CryptoLuck ransomware is a new strain of malware discovered by the researcher Kafeine, that is being distributed via the RIG-E exploit kit.
The notorious researcher Kafeine has spotted a new strain of ransomware dubbed CryptoLuck. The malware leverages DLL hijacking and exploits the legitimate GoogleUpdate.exe executable to infect computers.
The ransomware appends the .[victim_id]_luck extension to the encrypted files, it is able to lock hundreds of file extensions. It skips files that contain specific strings: Windows, Program Files, Program Files (x86), ProgramData, AppData, Application Data, Temporary Internet Files, Temp, Games, nvidia, intel, $Recycle.Bin, and Cookies.
The malware asks victims to pay a 2.1 Bitcoin (around $1,500) ransom within 72 hours in order to rescue the encrypted files.
The CryptoLuck ransomware is delivered through the RIG-Empire (RIG-E) exploit kit. Crooks leverages malvertising campaigns through adult websites, but likely they will adopt other infection vectors.
The ransomware is spread using a RAR SFX file which contains the crp.cfg, GoogleUpdate.exe, and goopdata.dll files, along with instructions to extract these into the %AppData%\76ff folder and to silently execute GoogleUpdate.exe.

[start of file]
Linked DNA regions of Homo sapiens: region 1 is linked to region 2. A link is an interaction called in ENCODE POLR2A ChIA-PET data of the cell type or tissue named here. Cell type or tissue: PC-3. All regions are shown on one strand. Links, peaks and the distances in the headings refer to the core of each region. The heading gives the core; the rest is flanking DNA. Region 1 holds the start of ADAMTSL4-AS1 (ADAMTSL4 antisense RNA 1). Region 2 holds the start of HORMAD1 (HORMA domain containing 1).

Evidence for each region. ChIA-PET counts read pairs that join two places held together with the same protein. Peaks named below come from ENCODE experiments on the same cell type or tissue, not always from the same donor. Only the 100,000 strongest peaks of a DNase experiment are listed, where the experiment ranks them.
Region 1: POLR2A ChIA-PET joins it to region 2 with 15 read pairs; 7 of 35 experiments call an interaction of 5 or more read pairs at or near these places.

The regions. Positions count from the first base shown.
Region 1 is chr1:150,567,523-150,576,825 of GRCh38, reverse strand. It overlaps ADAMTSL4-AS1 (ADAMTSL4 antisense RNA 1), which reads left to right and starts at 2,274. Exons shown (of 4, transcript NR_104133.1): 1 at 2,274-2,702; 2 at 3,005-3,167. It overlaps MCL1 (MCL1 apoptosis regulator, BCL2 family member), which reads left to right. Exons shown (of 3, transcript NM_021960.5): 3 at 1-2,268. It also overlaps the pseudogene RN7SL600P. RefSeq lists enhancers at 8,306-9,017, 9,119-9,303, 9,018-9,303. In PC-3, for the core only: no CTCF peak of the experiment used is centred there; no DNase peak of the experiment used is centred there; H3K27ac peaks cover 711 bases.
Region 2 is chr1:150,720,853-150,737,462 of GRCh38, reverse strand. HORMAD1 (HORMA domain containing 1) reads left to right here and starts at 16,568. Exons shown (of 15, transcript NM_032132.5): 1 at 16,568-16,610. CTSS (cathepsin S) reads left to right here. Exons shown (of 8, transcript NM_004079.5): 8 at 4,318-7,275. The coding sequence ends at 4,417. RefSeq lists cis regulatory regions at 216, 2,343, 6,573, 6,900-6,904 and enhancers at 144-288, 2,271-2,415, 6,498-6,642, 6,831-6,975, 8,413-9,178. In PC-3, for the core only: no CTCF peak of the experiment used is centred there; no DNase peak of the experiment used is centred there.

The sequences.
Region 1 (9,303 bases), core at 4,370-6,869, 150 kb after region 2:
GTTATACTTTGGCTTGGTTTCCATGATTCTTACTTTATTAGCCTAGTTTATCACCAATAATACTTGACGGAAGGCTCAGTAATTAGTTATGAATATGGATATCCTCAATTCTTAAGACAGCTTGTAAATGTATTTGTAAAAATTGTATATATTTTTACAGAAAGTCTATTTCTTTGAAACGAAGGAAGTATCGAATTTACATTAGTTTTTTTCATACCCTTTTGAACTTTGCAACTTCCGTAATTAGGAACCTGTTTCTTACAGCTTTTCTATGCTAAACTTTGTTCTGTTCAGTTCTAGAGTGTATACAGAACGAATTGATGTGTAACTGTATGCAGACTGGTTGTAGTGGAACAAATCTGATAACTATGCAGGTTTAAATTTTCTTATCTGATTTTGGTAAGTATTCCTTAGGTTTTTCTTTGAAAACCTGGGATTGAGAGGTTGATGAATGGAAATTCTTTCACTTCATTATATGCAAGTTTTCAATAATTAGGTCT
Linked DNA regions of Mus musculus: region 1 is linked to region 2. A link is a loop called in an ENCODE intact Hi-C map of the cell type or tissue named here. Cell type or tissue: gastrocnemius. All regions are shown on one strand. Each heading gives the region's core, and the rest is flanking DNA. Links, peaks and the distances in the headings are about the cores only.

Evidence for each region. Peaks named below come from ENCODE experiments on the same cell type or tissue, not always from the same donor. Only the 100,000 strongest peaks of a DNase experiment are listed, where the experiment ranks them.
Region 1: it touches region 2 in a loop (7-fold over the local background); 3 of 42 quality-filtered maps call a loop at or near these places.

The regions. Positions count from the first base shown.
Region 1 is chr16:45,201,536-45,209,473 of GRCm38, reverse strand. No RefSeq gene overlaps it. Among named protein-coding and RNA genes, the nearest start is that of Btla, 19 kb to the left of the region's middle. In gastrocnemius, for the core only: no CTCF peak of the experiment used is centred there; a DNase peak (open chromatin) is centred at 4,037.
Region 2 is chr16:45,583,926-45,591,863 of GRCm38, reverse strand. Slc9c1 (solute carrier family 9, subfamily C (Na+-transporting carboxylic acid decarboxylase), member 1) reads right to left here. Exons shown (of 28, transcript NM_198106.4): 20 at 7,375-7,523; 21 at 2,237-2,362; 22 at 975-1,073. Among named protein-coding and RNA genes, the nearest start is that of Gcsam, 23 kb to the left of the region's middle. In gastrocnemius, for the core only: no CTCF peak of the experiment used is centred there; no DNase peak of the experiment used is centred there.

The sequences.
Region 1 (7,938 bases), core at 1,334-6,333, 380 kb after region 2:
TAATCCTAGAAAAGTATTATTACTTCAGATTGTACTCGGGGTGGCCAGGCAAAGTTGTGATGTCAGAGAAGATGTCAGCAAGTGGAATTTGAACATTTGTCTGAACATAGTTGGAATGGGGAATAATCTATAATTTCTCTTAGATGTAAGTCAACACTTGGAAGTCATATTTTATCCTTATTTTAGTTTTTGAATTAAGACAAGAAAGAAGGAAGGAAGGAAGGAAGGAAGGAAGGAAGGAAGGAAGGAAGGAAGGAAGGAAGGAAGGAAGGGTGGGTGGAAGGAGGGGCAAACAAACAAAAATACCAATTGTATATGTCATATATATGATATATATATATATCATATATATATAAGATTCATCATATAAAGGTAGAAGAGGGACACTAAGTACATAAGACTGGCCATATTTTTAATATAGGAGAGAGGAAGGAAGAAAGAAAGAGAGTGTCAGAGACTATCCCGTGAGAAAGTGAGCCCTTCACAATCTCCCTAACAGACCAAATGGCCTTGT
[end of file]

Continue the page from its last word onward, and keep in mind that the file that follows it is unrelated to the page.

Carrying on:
The advantage for abusing the GoogleUpdate.exe is that is a legitimate Google program that is signed by Google.
The authors of the CryptoLuck ransomware have included a malicious goopdate.dll file in the package for the legitimate program to load into memory.
“When the GoogleUpdate.exe program is run, it will look for a DLL file called goopdate.dll file and load it. The problem is that it will first look for this file in the same folder that the GoogleUpdate.exe resides in. This allows a malware developer to create their own malicious goopdate.dll file and have it loaded by GoogleUpdate.” reads the analysis published by Lawrence Abrams from the BleepingComputer.com.
The CryptoLuck ransomware implements mechanisms to avoid analysis from security firms. It is able to determine if it is running in a virtual machine, and in this case, it halts itself. Once executed it scans all mounted drives and unmapped network shares for files to encrypt.
The ransomware uses an AES-256 encryption with a unique AES encryption key for each of file to encrypt. The key is encrypted with an embedded public RSA key and the resulting encrypted AES key is embedded in the encrypted file.
When the ransomware has completed the encryption of the files, it displays a ransom note that contains the instructions for the payment of the ransom.